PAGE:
In a move that caught many in the construction industry by surprise, the Occupational Safety and Health Administration (OSHA) was granted power to increase their fines by the 2016 federal budget bill that recently passed Congress and was signed into law. The included provisions will allow OSHA to adjust fine amounts frozen since 1990 in order to reflect rising inflation that has occurred since then.
As you can imagine, tacking on 15 years’ worth of inflation at once can spell quite a significant adjustment. Looking at the Consumer Price Index (CPI) — the measurement Congress and federal agencies use to gauge inflation — costs have increased 82 percent since 1990. Construction businesses that want to remain financially viable will now have a tremendous incentive to stay abreast of OSHA regulations lest they encounter these crippling fines.
What an 82 Percent Increase in OSHA Fines Looks Like
The incremental rise of good prices over time that translates to a slight devaluation in currency across the board — is a major economic force of change.
Most private industries absorb the costs of inflation by increasing the charges for their services. However, government regulations do not always keep pace with inflation. The set-in-stone nature of congressional laws means that specific wording is required for devices like fines to reflect inflation.
Such wording was included in a 1990 bill that was designed to permanently tie the costs of regulatory agency fines to the CPI’s inflation measurements. After much debate, OSHA was given an exemption, which meant that their prices would stay fixed even as other agencies adjusted with the times.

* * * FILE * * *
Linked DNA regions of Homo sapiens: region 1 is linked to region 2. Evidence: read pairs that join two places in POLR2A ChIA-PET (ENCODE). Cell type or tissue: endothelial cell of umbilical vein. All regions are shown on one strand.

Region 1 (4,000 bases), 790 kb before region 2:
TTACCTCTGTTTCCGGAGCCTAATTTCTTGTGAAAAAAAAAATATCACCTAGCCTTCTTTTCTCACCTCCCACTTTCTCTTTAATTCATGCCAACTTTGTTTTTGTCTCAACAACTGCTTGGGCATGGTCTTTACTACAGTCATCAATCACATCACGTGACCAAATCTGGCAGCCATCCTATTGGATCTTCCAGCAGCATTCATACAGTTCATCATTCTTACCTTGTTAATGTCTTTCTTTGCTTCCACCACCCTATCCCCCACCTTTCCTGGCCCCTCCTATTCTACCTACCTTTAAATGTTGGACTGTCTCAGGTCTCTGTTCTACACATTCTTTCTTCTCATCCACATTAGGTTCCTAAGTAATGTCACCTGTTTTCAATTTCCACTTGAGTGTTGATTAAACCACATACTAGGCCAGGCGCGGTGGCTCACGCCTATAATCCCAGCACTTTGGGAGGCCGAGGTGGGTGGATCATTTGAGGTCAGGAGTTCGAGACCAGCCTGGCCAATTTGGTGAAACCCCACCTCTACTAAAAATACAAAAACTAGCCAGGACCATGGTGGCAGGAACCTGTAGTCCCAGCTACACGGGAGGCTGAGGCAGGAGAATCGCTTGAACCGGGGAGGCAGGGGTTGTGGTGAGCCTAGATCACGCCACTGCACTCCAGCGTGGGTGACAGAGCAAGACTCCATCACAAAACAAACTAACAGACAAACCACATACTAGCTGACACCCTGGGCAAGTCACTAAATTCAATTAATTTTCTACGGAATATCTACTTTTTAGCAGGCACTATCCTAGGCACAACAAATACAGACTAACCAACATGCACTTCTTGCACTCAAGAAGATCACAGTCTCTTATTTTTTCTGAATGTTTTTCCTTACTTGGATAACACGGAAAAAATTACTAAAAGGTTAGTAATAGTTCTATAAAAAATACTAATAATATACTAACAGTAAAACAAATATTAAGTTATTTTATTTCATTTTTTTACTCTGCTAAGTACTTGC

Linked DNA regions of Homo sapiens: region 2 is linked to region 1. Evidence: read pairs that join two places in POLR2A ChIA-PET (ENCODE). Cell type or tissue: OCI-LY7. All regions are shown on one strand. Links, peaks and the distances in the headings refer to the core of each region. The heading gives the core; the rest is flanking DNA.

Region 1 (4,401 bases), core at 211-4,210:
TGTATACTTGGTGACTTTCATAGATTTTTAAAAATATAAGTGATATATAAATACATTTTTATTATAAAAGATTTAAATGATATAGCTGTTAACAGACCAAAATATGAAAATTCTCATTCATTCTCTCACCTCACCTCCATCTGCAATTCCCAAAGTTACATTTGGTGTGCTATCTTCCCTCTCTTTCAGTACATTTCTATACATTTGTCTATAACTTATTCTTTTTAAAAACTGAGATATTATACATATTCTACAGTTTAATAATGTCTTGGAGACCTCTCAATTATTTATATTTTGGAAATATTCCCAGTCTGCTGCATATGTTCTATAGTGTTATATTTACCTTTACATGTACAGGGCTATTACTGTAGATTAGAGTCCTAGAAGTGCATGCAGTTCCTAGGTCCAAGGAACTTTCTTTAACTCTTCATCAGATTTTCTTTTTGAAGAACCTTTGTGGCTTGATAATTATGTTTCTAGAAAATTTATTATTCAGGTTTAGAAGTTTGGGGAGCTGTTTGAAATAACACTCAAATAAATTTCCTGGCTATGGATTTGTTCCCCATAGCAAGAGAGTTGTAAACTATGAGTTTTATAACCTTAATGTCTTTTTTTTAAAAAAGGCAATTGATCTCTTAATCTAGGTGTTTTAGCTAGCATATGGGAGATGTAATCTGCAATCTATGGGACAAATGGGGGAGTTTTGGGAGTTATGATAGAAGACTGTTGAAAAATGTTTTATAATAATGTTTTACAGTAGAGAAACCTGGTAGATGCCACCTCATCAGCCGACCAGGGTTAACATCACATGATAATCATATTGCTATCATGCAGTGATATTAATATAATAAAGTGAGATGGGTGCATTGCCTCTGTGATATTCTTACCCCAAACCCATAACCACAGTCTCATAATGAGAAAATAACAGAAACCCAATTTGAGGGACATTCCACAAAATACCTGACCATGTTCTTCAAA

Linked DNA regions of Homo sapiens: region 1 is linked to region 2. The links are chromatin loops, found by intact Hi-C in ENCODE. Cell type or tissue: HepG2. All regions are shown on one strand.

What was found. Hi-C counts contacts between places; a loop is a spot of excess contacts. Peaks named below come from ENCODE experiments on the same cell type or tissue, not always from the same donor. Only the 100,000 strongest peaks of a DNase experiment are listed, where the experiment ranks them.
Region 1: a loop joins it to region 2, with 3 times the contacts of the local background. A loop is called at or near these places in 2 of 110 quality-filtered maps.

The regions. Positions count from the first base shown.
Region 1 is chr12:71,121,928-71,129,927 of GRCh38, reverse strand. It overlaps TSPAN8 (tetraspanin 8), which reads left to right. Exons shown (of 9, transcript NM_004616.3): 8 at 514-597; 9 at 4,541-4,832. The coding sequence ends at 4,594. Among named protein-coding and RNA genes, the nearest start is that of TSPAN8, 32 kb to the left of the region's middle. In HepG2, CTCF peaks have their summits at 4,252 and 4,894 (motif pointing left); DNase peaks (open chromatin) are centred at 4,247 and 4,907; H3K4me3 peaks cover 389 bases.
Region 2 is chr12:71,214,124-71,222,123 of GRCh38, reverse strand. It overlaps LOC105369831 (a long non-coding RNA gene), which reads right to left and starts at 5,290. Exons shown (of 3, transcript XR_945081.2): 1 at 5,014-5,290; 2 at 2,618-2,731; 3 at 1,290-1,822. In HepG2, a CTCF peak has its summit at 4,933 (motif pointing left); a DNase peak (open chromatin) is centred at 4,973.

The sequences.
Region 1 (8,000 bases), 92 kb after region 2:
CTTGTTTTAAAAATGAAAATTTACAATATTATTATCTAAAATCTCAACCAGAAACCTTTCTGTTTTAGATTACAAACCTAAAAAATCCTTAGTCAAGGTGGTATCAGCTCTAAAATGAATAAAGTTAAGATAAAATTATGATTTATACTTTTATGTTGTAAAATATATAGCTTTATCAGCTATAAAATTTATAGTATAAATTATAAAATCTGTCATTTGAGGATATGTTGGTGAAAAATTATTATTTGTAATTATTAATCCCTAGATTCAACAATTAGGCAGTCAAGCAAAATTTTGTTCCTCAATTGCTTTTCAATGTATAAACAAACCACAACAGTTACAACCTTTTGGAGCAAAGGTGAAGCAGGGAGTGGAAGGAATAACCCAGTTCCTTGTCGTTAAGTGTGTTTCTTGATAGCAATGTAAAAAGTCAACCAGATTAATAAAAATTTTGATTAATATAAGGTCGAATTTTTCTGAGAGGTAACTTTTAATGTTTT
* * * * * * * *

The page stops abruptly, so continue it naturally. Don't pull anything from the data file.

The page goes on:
Now, that exemption is over. The cumulative effect of removing it 15 years after the fact means a steep 82 percent increase in fine assessments.
So what does an 82 percent jump look like?
- Maximum fine for failure to meet OSHA posting requirements:
- Before budget bill — $7,000
- After budget bill — $12,740
- Maximum fine for a willful violation:
- Before budget bill — $70,000
- After budget bill — $127,400
Note that these numbers correspond to the maximum penalty, which is only assessed after OSHA determines the weight and severity of the offense. Even for maximum penalties, negotiations and settlements often reduce the final fine amount to 50 percent – 60 percent of its original amount.
These caveats can spell some relief for inadvertent violators, but construction firms in the long-run have a vested interest in educating their workers, providing the needed safety equipment and abiding by regulated procedures and practices to avoid coming under OSHA’s ire.
Keeping Your Money in Your Pocket and Not OSHA’s
Avoiding OSHA fines involves a lot more than merely “getting your act together” in time for an OSHA inspection. A member of your company must be actively tracking developments, such as OSHA’s revised confined space standards, in order to keep up with the latest best practices and workplace safety requirements. Familiarize yourself with OSHA’s lengthy construction safety and health regulations to avoid steep fines as well as the sorrow of having a workplace injury or death occur.
Your company must also be prepared to identify construction risks and take measures to prevent or mitigate them. A comprehensive work safety program that includes worker education, proper clothing, visible signage and the needed equipment will be your second major step after assessing risks.
Finally, carry the needed workers’ compensation, liability and equipment insurance coverage to protect your company from financial risks. You can learn more about purchasing the needed construction policies by clicking on our contractors insurance location services and finding the coverage that is right for your area and industry.